On rule to show cause why writ of mandamus should not issue.
For the relators, Arthur E. Dienst.
For the respondent, David T. Wilentz and William J. McCormack.
Before Justices Case, Donges and Colie.
The opinion of the court was delivered by
DONGES, J. This matter is before the court on the return of a rule to show cause why a peremptory or alternative writ of mandamus should not issue directing the respondent, State Highway Commissioner, "to institute condemnation proceedings to determine the amount to be paid for damages to the lands of the relators caused by the State Highway Department's taking of the drainage rights on, over and across the said lands."
The facts are substantially uncontroverted. The State Highway Department, in 1928, commenced the construction of Route No. 29 across lands of the relators. As part of
the operation "there were two catch basins constructed" and a "pipe was laid along Oakland Avenue for an outlet." This was testified to by relator, Augustus T. Gray, and other witnesses. It is the condition alleged to have been created by this drainage system that relators now seek to be paid for. They allege that their lands have been damaged by being flooded by water due to the installation of this system.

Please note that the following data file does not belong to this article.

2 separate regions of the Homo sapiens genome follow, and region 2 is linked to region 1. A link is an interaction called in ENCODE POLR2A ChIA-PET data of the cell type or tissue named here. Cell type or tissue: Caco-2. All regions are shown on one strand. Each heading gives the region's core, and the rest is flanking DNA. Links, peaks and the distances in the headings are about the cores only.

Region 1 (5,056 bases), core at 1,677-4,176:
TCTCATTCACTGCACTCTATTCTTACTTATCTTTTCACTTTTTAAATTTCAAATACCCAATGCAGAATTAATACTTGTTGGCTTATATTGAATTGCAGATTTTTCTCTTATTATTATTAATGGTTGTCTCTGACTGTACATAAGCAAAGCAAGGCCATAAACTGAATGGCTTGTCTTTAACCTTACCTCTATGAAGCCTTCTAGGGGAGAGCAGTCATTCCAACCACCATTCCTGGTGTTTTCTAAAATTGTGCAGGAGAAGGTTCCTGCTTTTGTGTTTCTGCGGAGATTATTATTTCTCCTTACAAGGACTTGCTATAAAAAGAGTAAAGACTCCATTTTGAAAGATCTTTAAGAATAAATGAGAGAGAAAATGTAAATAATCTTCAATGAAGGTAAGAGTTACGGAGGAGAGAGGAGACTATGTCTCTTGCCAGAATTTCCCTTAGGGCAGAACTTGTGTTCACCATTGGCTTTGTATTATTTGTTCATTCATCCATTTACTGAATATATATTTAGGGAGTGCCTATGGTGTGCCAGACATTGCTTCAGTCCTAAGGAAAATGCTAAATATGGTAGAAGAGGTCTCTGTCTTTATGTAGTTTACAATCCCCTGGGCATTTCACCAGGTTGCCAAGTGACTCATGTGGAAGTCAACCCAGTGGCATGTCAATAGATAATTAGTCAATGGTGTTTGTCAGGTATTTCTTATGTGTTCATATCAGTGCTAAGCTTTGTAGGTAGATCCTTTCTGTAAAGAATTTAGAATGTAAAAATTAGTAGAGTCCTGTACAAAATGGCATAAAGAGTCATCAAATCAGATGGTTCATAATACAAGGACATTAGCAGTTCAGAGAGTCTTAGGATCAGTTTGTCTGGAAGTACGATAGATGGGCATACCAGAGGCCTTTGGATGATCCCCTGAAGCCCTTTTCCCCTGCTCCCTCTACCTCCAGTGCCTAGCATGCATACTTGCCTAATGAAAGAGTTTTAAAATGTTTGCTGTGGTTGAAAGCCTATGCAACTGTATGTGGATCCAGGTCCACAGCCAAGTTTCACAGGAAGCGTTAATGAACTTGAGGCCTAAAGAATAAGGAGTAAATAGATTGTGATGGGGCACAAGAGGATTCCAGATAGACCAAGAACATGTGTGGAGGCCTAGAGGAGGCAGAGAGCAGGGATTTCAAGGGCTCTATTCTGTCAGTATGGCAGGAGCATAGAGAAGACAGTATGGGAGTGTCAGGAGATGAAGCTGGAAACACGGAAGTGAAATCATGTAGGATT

The relator testified that the condition existed when the condemnation proceedings were instituted by the state on August 1st, 1930, and continued throughout the hearings before the condemnation commissioners. Upon their making an award, both parties appealed to the Union County Circuit Court. In the orders of Judge Cleary framing the issue on the appeals, it is stated that the issues to be tried include: "The value of the lands taken and the damages sustained by reason of the taking and condemning thereof * * *." Before the appeals were heard, the parties agreed to a settlement and Gray, and his wife, executed a deed for the lands taken by the State Highway Department. This deed is dated June 12th, 1931, acknowledged July 21st, 1931, and delivered some time thereafter, the check of the department being dated October 16th, 1931.
Relator testified that the flooding began long before the institution of the condemnation proceedings and continued throughout their existence and was known to him during all of that time. Photographs were taken for relators and introduced in evidence showing conditions as they existed on January 2d, 1931, several months before the orders framing the issues on appeal were entered.
Gray testified (the Mr. De Voe referred to being his counsel in the earlier proceeding):
"Q. Now, you say you had discussed this pond situation with Mr. De Voe before you got your check? A. Yes, sir. I know the settlement had been ...